For cell-free expression of HA-LITAF-myc, a rabbit reticulocyte lysate cell-free expression system was used in the presence of canine microsomal membranes (Promega). The signal peptide-containing protein, β-lactamase, served as a control for membrane insertion and translocation into the lumen of microsomes, and hence protection from added protease digestion. The expressed proteins were incubated with proteinase K (NEB) for 1 hour at 37 °C before separation by SDS-PAGE followed by western blotting.

Bacterial protein expression and purification

cDNAs corresponding to wild type LITAF, Δ114–139 and N-helix were cloned into the pOPINS vector before expression of the resulting His6-SUMO-tagged protein constructs in C43(DE3) BL21 E. coli. Bacterial lysates were prepared by cell disruption of the bacterial pellet in lysis buffer (50 mM HEPES pH 7.4, 300 mM NaCl, 3 mM 2-mercaptoethanol, 200 μM AEBSF) followed by centrifugation of insoluble material at 100,000 g for 30 minutes. His6-SUMO-LITAF constructs were purified from lysates using Ni-NTA resin (Qiagen) and the eluting imidazole removed using Centripure P25 Zetadex gel filtration columns (Generon) and the protein buffer-exchanged into 20 mM HEPES pH 7.4, 100 mM NaCl, 0.5 mM TCEP. The purified protein was then incubated with ULP1 SUMO protease for 1 hour at room temperature and the His6-SUMO tag removed by a second incubation with Ni2+-NTA. The final purification step consisted of size exclusion chromatography using a Superdex 200 10/300 gel filtration column (GE Healthcare Life Sciences). Protein samples were concentrated using Vivaspin centrifugal concentrators (Sartorius, UK) and any insoluble particles removed using Proteus clarification mini spin columns (Generon). For NMR analysis, proteins were expressed in C43(DE3) BL21 E. coli grown in minimal media containing ammonium-15N chloride (Sigma-Aldrich) and/or 13C-D-Glucose (Cambridge Isotopes) as previously described [77]. For wild type LITAF constructs (containing the predicted hydrophobic helical membrane anchor), detergents were required at each step to maintain solubility. For the experiments described in this study, 1% DDM (w/v) or 1% FC12 were used for cell lysis and 0.04% DDM (w/v) or 0.125% FC12 added to each subsequent buffer when dealing with the full length wild type LITAF protein. For GST-tagged proteins, cDNA encoding residues 1–77 of human LITAF and residues 596–944 of human NEDD4 were cloned into pGEX-4 T1 expression vector (GE Healthcare Life Sciences) for expression in C43(DE3) BL21 E. coli. Purification was performed using glutathione sepharose 4B according to the manufacturer’s instructions (GE Healthcare Life Sciences). For NMR analysis, purified GST-NEDD4 596–944 was buffer-exchanged into 20 mM HEPES pH 7.4, 100 mM NaCl and 0.5 mM TCEP by using a Superdex 75 10/300 gel filtration column (GE Healthcare Life Sciences).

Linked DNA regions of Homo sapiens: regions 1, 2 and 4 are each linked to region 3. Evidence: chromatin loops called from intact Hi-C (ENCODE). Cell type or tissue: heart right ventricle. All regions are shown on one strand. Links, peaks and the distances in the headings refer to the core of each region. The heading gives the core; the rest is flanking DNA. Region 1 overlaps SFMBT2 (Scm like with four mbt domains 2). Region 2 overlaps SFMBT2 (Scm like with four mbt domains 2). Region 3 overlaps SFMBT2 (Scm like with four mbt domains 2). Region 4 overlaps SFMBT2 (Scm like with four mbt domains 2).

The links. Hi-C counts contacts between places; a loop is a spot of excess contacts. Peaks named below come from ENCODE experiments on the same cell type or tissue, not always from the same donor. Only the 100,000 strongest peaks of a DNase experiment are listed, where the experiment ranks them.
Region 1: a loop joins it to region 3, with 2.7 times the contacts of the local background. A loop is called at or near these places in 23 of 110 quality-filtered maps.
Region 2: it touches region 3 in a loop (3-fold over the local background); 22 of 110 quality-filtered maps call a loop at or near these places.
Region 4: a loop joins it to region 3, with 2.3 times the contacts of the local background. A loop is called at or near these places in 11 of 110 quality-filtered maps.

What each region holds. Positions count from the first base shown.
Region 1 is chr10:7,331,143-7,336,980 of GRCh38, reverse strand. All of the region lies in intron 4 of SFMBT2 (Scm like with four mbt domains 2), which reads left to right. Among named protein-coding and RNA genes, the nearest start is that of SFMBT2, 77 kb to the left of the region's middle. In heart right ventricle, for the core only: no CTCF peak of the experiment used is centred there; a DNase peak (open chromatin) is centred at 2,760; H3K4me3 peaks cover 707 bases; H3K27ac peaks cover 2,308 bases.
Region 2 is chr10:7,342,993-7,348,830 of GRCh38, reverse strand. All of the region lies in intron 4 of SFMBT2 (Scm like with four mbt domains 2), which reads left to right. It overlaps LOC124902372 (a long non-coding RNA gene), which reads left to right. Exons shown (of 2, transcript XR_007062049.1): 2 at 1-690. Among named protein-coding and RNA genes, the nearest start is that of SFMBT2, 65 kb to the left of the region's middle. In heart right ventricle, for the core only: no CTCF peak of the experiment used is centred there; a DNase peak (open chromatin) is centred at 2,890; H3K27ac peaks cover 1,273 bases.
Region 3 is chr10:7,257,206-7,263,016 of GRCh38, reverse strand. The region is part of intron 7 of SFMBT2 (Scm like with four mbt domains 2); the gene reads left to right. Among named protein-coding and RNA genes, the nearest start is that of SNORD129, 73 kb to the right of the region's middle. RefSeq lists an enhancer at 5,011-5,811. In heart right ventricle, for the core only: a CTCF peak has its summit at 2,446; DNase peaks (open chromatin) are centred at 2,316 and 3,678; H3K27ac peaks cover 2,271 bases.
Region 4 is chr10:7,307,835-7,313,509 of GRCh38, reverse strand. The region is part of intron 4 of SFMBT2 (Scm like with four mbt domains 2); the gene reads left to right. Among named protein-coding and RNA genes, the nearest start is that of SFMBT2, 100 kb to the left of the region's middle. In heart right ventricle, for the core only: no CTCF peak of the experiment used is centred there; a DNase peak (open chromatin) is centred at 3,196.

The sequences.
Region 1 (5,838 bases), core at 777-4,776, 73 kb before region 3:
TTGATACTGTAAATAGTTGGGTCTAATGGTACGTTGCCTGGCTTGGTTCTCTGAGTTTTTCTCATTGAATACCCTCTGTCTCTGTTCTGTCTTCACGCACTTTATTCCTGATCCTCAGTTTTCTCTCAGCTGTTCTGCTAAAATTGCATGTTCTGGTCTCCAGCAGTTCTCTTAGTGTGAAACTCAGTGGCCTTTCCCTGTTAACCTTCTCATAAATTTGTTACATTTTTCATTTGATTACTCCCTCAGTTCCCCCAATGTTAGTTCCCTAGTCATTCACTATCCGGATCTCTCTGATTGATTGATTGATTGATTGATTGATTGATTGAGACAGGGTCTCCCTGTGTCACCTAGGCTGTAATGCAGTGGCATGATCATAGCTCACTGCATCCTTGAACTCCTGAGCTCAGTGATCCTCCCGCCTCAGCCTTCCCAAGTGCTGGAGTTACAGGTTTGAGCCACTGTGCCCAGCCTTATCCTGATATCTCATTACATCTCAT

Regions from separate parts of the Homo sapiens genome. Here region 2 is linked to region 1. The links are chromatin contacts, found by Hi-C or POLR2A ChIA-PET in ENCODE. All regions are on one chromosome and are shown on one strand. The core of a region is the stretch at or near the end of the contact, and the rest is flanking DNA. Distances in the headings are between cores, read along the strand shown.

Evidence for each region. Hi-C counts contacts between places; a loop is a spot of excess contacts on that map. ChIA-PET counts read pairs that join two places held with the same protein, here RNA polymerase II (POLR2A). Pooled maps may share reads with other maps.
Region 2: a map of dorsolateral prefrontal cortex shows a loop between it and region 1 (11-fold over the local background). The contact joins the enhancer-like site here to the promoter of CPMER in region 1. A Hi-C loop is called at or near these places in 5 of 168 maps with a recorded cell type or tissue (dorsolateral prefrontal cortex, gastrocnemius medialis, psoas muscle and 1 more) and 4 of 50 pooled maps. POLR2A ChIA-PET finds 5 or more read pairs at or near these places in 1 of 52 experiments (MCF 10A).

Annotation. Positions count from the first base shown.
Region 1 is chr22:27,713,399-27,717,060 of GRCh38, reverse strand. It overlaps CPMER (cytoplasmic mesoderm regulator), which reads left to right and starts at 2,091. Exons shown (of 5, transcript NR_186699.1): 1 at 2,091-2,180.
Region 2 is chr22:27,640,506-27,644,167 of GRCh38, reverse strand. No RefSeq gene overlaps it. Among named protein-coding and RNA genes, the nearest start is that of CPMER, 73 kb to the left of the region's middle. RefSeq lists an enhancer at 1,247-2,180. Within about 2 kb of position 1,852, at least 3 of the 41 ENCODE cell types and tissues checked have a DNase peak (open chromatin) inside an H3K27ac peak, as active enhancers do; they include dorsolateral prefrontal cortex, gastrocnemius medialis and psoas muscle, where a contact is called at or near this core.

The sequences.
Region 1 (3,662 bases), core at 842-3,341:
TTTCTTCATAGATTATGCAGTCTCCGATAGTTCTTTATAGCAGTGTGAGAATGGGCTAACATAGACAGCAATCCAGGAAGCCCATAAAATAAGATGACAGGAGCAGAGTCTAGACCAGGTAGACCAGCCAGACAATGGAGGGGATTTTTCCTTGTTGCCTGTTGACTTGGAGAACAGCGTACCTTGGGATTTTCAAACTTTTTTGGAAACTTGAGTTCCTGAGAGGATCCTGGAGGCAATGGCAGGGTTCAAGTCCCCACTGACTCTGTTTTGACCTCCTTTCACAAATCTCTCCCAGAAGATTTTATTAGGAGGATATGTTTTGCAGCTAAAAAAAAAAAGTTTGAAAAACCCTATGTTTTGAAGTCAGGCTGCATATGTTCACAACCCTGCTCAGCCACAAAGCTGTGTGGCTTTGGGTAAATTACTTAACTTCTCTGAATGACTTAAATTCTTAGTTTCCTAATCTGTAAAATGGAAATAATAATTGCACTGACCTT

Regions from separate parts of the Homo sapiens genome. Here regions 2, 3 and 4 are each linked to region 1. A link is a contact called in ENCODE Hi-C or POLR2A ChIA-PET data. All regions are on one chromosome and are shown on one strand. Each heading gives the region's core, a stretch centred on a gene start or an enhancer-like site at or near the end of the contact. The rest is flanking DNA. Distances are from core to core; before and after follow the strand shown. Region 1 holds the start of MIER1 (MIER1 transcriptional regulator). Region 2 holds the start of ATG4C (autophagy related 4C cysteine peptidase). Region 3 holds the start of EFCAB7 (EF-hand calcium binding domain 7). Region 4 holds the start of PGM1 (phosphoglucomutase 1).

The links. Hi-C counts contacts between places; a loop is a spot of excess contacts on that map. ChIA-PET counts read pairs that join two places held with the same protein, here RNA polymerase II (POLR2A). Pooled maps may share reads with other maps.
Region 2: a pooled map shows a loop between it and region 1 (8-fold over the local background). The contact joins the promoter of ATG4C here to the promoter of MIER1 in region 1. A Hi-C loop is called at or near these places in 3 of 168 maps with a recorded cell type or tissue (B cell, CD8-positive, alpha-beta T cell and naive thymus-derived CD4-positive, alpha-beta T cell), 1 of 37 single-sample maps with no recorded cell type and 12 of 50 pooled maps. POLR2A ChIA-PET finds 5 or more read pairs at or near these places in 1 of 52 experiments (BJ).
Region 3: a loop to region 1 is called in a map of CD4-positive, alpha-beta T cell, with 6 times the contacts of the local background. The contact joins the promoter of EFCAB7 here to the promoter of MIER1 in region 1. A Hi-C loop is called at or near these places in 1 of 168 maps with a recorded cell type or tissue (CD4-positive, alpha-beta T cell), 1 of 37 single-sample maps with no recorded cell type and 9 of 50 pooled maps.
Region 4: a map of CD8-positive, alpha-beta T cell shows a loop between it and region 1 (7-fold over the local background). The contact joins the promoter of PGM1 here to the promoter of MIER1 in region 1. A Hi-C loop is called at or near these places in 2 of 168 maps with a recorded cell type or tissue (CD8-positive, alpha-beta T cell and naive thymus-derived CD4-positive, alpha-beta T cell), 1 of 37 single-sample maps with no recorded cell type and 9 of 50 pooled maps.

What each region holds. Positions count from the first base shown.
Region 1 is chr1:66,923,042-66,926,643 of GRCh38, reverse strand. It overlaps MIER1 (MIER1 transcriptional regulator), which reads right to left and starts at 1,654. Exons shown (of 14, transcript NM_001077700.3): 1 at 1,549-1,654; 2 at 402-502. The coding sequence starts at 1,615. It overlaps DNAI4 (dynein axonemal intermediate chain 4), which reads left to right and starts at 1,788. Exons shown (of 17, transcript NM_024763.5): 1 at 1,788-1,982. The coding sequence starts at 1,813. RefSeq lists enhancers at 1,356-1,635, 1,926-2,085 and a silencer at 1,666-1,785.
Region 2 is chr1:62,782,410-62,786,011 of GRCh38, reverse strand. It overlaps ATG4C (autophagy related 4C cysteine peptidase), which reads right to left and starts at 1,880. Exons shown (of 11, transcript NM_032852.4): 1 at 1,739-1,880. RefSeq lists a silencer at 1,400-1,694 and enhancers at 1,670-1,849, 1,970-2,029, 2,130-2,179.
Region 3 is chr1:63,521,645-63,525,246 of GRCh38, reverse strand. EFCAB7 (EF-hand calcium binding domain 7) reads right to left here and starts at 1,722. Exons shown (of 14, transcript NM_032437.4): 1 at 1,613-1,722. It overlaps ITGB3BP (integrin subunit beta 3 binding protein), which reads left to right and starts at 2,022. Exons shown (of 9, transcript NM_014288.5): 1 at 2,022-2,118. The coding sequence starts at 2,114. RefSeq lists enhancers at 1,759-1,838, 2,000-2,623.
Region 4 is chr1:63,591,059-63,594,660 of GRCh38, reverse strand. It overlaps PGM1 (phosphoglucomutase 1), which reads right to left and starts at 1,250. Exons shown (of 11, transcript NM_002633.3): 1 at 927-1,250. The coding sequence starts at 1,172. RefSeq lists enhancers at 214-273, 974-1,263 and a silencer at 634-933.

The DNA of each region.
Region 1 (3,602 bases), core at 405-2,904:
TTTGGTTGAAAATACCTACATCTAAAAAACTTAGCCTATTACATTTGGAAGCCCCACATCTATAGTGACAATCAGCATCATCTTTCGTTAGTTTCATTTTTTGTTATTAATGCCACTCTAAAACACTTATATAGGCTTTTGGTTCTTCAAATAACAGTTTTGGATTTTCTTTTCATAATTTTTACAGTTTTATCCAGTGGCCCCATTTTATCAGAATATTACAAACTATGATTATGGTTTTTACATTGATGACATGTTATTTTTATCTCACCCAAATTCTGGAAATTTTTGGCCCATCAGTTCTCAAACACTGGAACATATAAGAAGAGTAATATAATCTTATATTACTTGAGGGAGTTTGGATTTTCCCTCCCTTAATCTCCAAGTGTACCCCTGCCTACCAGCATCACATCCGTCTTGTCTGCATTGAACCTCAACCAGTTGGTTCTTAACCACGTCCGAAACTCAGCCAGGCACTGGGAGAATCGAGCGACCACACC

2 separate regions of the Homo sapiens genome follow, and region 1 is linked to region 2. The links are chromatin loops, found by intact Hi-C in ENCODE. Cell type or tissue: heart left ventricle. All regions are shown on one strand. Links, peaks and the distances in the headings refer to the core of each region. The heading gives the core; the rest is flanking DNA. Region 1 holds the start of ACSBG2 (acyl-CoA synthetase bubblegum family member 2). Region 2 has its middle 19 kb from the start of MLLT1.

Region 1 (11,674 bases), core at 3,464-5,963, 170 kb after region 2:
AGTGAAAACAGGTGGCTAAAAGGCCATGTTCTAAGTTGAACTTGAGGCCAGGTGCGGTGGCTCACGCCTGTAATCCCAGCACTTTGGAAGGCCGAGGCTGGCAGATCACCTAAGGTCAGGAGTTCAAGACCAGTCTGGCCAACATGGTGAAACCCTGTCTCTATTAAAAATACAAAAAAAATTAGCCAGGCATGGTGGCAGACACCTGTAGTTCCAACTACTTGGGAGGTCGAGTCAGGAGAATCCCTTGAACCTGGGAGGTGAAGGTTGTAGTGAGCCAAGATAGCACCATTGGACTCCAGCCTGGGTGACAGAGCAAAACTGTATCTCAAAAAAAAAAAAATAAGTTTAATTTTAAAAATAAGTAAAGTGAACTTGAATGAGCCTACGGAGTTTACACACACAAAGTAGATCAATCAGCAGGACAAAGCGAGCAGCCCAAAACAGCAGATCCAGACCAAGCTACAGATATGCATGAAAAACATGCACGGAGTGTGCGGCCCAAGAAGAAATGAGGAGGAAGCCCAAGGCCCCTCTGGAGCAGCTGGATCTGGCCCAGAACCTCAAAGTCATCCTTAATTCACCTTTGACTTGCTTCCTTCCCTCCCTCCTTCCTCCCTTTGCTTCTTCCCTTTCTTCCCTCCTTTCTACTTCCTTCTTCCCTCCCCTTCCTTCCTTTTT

GST pull-down assays

Cell lysates were prepared by scraping RPE cells into a small volume of lysis buffer (20 mM HEPES pH 7.4; 150 mM NaCl; 1 mM EDTA; 0.5% Triton X-100 (v/v); complete protease inhibitor (Roche)) and transferring into a 1.5 mL microcentrifuge tube. The lysate was then sheared by gently passing the solution back and forth through a 21-G needle followed by a 25-G needle, before centrifugation at 20,000 g for 30 min at 4 °C. The resulting supernatant was first precleared by gentle agitation for an hour at 4 °C with glutathione sepharose 4B beads (GE Healthcare Life Sciences) before the addition of GST-LITAF 1–77 constructs at a concentration of 0.2 mg/mL. Following a further incubation for 2 hours at 4 °C with gentle agitation, glutathione sepharose 4B beads were added and incubated for 1 hour more with gentle agitation at 4 °C. The beads were washed twice with lysis buffer and once with PBS before elution of the bound proteins by heating in SDS sample buffer (6 M Urea, 1% SDS (w/v), 1 M 2-mercaptoethanol and 150 mM Tris (pH 6.7)). Eluted proteins were separated by SDS-PAGE and transferred to nitrocellulose membranes for western blotting.

Cycloheximide chase

RPE cells stably expressing wild type HA-LITAF or HA-LITAF V144M were seeded before incubation with 300 μg/mL of cycloheximide (Sigma). Cells were lysed in RIPA buffer at 0, 1, 2, 4, 8 and 24 hours after incubation with cycloheximide before brief sonication and centrifugation at 20,000 g for 30 minutes at 4 °C. The supernatants were transferred to new tubes and the protein concentration determined using Precision Red reagent (Cytoskeleton, Inc.). Equal amounts of protein were separated by SDS-PAGE before analysis by western blotting.

MicroPIXE

The unambiguous identity of the metals in the recombinantly expressed LITAF proteins and their stoichiometry was determined using microPIXE (microbeam Proton Induced X-ray Emission), an established technique for such analyses [78]. The recombinant proteins were prepared as described above before buffer exchange into 10 mM Tris pH 7.4, 200 mM NaBr and 0.5 mM TCEP using a Superdex 75 GL size exclusion chromatography column (GE Healthcare Life Sciences). DDM (0.04%) was also used to maintain the solubility of wild type LITAF constructs for the purpose of these experiments. Resulting protein concentrations, estimated by measuring the absorbance at 280 nm, were 1.7 mg/mL, 4.7 mg/mL and 1.7 mg/mL for wild type LITAF, LITAF Δ114–139 and LITAF N-helix, respectively. This pre-measurement buffer exchange was also necessary to remove any traces of sulfur and chlorine. For micro-PIXE measurements of proteins, sulfur acts as an internal standard, and because of the proximity of the X-ray emission energies of sulfur and chlorine to one another, strong chloride fluorescence can affect the accuracy with which the sulfur peak can be quantified [78]. The measurements were carried out at the Ion Beam Centre, University of Surrey, UK [79]. A 2.5-MeV proton beam of 3 μm in diameter was used to induce characteristic X-ray emission from dried liquid protein droplets (volume per droplet = 0.1 μL) under vacuum. The X-rays were detected in a solid state lithium drifted silicon detector with high energy resolution. By scanning the proton beam in x and y over the droplet, spatial maps were obtained of all elements heavier than magnesium present in the sample. Quantitative information was obtained by collecting 3- or 4-point spectra from each droplet. These spectra were analyzed with GUPIX [80] within DAN32 [81] to extract the relative amount of each element of interest in the sample.